Still, others feel rejected by young women in school.  The L.A. Times reported that the shooter, who turned 16 on the day of the shooting, may have been having problems with his girlfriend.  

The L.A. Times also reported that the shooter’s father, who had had run-ins with the law, died roughly two years ago, and that the shooter had told a neighbor that he missed his father.

Not one of these facts or any other scenario gives any civilian the right to shoot another person, other than in a rare case of self-defense. 

Of course, we should not forget that the 16-year-old shooter never should have been able to obtain a firearm, a .45-caliber handgun.  Nor should he have been able to purchase spare parts online, through the mail or otherwise, and assemble what apparently is known as a “ghost gun.”

The latter case may have happened here.

As I have emphasized in this piece, a big part of life is learning how to deal with setbacks, how to accept responsibility for our actions, how to cope with being humbled, as well as how to respond if we have been mistreated.

Sometimes, we are part of the problem.

Maybe, we need to reflect on our own behavior and figure out how we can reconfigure our lives in a peaceful, healthy way.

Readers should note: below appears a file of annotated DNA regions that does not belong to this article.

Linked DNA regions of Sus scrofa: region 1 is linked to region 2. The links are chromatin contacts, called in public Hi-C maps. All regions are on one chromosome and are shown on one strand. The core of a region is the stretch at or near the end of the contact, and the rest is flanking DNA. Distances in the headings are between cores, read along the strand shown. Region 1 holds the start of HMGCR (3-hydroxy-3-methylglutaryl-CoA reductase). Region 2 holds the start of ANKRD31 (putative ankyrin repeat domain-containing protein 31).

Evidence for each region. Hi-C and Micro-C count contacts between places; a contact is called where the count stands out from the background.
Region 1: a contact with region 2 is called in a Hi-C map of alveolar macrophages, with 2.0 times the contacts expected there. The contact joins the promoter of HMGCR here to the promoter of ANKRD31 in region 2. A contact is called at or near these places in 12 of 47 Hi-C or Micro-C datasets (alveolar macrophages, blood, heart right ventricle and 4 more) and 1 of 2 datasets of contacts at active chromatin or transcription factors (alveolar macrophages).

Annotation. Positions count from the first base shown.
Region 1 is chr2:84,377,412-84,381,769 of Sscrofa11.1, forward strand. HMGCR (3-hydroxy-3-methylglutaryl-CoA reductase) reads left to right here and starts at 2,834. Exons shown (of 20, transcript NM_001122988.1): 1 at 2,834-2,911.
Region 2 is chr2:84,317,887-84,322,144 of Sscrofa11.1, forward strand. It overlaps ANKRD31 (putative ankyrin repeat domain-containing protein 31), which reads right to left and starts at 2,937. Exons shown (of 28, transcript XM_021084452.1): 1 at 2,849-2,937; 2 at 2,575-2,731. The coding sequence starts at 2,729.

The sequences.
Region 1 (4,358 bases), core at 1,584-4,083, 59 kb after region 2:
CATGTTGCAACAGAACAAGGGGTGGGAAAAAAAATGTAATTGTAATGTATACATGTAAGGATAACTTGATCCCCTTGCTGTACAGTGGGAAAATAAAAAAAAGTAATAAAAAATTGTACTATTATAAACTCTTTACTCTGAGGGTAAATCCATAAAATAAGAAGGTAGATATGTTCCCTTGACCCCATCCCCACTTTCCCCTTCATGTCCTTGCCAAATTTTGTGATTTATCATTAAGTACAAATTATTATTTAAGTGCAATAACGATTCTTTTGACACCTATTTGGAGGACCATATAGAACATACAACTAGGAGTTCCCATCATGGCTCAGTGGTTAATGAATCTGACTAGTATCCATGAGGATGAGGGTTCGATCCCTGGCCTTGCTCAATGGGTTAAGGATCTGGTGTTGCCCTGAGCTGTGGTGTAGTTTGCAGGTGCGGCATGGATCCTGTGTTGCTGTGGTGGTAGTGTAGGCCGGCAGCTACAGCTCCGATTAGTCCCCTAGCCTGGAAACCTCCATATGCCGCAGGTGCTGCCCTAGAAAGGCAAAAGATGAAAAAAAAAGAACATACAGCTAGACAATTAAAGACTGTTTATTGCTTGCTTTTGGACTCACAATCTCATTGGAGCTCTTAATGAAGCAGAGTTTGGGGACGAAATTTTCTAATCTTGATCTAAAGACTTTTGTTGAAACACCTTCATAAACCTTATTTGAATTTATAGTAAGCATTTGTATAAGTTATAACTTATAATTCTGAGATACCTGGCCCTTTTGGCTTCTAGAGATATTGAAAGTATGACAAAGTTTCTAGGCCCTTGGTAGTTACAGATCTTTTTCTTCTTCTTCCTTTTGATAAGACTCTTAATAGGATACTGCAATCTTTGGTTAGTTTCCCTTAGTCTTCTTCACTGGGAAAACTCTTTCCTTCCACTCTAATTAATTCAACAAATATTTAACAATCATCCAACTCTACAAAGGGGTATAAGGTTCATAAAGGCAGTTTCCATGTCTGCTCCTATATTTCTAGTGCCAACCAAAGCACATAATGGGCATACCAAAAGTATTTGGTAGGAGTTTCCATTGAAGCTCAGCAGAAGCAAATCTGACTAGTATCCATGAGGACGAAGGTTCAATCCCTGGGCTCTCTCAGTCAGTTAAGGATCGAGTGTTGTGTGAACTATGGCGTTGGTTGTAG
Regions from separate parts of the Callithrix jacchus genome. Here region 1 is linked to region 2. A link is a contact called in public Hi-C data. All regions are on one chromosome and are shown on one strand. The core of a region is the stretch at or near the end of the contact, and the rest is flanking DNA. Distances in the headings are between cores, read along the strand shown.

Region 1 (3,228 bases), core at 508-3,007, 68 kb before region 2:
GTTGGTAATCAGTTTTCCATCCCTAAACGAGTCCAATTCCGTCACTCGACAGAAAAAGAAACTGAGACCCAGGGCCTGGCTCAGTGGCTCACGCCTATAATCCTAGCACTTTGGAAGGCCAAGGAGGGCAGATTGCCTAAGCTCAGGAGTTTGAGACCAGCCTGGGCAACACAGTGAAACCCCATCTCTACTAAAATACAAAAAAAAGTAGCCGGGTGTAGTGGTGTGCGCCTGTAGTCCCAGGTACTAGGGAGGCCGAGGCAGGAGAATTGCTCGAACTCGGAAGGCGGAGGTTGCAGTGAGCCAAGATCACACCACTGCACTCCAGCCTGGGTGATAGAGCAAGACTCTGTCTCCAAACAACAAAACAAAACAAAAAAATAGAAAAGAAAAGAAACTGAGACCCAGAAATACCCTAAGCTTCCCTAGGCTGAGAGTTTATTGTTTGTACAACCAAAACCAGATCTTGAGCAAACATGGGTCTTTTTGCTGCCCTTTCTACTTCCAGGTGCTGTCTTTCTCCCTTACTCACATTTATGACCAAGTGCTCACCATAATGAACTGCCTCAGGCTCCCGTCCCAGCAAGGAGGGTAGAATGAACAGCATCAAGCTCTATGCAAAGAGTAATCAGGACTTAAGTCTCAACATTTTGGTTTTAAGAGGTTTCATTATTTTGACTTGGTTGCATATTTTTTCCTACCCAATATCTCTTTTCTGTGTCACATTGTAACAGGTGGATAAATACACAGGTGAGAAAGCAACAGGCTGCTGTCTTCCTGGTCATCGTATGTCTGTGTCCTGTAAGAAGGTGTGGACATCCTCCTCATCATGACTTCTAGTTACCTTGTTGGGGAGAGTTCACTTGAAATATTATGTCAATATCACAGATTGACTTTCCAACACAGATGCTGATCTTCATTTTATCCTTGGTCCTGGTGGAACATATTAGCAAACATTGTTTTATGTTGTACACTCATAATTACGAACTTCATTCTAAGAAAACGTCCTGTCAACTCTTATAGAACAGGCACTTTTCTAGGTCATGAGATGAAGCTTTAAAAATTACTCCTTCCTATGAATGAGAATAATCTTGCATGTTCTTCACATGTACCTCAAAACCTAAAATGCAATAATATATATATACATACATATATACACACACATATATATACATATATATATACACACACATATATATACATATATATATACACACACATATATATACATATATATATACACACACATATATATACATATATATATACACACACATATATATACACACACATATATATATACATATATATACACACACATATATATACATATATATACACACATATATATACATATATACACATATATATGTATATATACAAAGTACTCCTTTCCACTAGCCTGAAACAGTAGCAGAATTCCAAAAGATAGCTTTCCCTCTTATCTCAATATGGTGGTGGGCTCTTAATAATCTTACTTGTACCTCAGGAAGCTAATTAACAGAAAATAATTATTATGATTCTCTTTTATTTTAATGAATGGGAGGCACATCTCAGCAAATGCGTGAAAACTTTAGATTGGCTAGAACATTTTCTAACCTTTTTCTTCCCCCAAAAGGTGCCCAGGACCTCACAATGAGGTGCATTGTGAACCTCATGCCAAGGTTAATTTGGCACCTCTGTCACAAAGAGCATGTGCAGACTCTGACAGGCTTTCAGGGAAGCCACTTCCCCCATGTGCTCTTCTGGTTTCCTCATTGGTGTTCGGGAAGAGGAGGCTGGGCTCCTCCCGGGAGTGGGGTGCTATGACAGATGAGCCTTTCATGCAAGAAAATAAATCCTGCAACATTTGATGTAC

It goes without saying that young people should not look for guidance from Donald Trump, who famously bragged that he “could stand in the middle of 5th Avenue and shoot somebody” and still get elected.

He and Senator Mitch McConnell will never allow federal gun-control and gun-safety laws to pass, while they are in power. 

And Trump’s charged language about guns and violence clearly sends the wrong message to people, young and old, some of whom may feel that they have no hope and no purpose in their lives.

Remember: We have all failed in life, but the key is not that we failed; the key is how we respond to our failures.

Trump cannot be blamed for the actions of an angry, young man.  But Trump’s failure to speak out against semiautomatic weapons and high-capacity magazines, as well as his condoning of violence through his hateful language, demonstrate that he has no honor, no courage and no principles.

Instead of cheats, liars and violence-prone bullies, like Trump, we should all look up to and admire the selfless heroism of public servants, such as the ones I mentioned earlier, William Taylor, George Kent, Marie Yovanovitch and Adam Schiff. 

These men and women do not live by a code of violence or bribery.

Rather, they prize civility, intelligence and true patriotism.

It is people like Taylor, Kent, Yovanovitch and Schiff, who should be our role models.  They will help heal our country and the world.

Need help? In the U.S., call 1-800-273-8255 for the National Suicide Prevention Lifeline.